Apple said that the investigation “found no misconduct by any member of Apple’s current management team.” However, Apple also said that the investigation “raised serious concerns regarding the actions of two former officers in connection with the accounting, recording and reporting of stock option grants.” Apple said it will provide “all details regarding their actions to the SEC.”
The company also said that former Apple CFO Fred Anderson, now a partner at Elevation Partners, the media-focused buyout firm founded by investor Roger McNamee, had resigned as a director of the company. Anderson was CFO from 1996 to 2004, and according to Apple’s announcement told the company he thought that it was “in Apple’s best interests that he resign from the board at this time.” Apple did not specifically say that Anderson was one of the two people involved with the questionable grants - although it seems like a safe assumption - and it did not immediately identify any other people implicated in the investigation.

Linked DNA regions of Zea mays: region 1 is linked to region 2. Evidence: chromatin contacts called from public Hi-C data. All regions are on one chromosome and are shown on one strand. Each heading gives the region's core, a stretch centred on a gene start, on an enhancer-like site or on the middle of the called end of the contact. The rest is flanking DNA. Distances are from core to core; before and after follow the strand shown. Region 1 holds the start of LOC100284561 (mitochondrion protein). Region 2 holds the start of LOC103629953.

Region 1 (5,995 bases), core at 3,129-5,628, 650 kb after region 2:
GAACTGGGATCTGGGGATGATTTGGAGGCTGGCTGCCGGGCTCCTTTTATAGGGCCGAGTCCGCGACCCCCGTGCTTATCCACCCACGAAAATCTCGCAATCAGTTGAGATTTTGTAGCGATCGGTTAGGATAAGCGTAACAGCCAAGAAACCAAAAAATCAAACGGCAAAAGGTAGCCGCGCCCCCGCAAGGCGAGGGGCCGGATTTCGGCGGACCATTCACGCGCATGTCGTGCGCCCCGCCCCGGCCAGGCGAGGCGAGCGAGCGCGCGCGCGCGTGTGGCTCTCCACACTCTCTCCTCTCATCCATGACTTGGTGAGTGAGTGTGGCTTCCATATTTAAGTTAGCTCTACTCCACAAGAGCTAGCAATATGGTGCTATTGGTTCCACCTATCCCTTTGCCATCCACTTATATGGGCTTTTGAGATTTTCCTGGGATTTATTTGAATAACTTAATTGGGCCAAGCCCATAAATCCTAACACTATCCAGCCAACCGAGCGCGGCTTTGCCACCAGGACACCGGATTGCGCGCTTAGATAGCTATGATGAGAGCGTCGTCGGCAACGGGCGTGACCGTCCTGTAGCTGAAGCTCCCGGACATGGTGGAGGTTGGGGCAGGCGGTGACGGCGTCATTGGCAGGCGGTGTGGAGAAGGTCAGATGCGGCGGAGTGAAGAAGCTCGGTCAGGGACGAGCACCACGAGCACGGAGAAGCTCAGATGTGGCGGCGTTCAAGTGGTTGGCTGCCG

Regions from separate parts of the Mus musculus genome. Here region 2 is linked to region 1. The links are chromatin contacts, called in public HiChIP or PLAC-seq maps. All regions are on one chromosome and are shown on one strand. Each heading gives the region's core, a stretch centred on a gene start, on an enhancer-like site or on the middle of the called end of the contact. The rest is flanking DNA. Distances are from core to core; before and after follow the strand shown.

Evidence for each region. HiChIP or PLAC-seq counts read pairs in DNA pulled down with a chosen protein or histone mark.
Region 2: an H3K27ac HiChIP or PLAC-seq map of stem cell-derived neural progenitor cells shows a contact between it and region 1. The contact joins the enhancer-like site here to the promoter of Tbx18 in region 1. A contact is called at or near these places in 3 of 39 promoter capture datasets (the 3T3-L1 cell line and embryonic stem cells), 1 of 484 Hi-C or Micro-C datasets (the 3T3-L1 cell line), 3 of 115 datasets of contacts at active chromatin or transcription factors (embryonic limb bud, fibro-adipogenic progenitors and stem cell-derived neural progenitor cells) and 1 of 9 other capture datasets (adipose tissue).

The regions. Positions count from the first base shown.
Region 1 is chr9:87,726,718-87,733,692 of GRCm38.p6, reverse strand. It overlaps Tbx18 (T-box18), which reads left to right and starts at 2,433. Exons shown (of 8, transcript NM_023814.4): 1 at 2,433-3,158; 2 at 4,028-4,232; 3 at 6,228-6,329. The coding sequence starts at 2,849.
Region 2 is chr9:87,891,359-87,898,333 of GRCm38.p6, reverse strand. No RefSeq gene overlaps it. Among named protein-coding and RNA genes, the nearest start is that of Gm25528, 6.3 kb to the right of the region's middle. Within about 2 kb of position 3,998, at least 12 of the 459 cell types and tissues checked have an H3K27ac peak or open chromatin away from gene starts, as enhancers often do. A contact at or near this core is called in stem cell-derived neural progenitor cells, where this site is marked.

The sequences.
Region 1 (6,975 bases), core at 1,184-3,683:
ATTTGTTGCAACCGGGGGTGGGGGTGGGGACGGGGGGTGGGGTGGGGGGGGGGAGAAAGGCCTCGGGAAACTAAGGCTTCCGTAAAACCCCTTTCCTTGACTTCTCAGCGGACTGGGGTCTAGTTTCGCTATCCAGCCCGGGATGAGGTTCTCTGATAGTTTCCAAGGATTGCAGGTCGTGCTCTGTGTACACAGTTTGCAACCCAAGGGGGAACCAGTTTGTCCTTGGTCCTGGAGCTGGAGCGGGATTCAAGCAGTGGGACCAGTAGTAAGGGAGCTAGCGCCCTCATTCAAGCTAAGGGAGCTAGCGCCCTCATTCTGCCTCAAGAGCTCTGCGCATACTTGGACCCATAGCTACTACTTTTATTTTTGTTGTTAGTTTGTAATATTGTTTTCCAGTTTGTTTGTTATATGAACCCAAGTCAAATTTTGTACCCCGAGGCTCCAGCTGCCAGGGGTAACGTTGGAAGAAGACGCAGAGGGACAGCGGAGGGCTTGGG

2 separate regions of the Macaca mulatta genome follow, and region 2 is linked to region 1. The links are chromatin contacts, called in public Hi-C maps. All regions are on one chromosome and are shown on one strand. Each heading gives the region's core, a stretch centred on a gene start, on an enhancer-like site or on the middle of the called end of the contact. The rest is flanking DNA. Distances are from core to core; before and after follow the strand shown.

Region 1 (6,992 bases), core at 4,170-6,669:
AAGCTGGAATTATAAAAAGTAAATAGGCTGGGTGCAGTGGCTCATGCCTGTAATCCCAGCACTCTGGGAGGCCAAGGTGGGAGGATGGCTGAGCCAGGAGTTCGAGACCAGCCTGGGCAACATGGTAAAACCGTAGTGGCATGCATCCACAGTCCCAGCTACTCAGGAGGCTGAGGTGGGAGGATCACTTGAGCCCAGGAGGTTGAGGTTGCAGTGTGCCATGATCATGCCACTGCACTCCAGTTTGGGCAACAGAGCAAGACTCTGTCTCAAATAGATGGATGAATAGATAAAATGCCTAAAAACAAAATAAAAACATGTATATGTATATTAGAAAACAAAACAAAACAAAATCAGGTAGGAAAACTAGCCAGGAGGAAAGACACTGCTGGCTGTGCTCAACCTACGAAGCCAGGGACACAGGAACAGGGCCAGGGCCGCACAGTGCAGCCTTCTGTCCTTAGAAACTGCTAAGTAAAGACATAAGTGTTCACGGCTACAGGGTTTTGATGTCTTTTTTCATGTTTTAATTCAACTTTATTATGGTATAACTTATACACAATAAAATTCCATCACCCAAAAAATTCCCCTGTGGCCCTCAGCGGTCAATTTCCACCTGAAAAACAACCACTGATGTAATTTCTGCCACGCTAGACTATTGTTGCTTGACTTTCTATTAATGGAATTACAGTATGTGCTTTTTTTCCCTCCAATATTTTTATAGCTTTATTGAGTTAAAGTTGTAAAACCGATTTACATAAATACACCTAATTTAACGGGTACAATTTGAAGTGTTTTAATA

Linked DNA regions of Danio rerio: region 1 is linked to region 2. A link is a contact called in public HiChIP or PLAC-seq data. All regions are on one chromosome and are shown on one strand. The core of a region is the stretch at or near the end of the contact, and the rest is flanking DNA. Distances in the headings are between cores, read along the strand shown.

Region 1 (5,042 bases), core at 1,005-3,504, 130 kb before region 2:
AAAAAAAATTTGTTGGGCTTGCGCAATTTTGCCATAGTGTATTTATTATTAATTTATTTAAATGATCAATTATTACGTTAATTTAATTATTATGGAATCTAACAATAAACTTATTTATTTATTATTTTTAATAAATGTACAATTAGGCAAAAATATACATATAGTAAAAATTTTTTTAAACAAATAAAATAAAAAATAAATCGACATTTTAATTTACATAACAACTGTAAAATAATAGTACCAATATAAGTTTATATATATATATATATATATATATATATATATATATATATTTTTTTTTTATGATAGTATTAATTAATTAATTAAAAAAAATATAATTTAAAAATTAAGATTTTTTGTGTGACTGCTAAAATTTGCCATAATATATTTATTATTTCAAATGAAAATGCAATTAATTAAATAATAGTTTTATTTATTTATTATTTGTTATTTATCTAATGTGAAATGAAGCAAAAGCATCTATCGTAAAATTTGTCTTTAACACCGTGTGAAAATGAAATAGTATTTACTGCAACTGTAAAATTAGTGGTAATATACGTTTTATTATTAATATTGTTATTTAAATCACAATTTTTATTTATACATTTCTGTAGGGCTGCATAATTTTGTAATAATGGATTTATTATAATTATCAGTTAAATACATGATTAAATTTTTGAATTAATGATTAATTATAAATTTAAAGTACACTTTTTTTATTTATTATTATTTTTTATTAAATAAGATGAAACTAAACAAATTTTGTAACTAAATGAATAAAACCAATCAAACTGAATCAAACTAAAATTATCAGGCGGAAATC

The company said it continues to expect that it will need to restate historical financial statements to record non-cash charges for compensation expense relating to past options grants. Apple said it is still reviewing the SEC’s accounting guidance and have not yet determined the amount of such charges, the resulting tax impact or which periods will have to be restated.
In a statement, Steve Jobs said: “I apologize to Apple’s shareholders and employees for these problems, which happened on my watch. They are completely out of character for Apple. We will work now to resolve the remaining issues as quickly as possible and to put the proper remedial measures in place to ensure that this never happens again.”
In after hours trading, Apple shares are actually up 10 cents at $75.48.
AAPL 1-yr chart: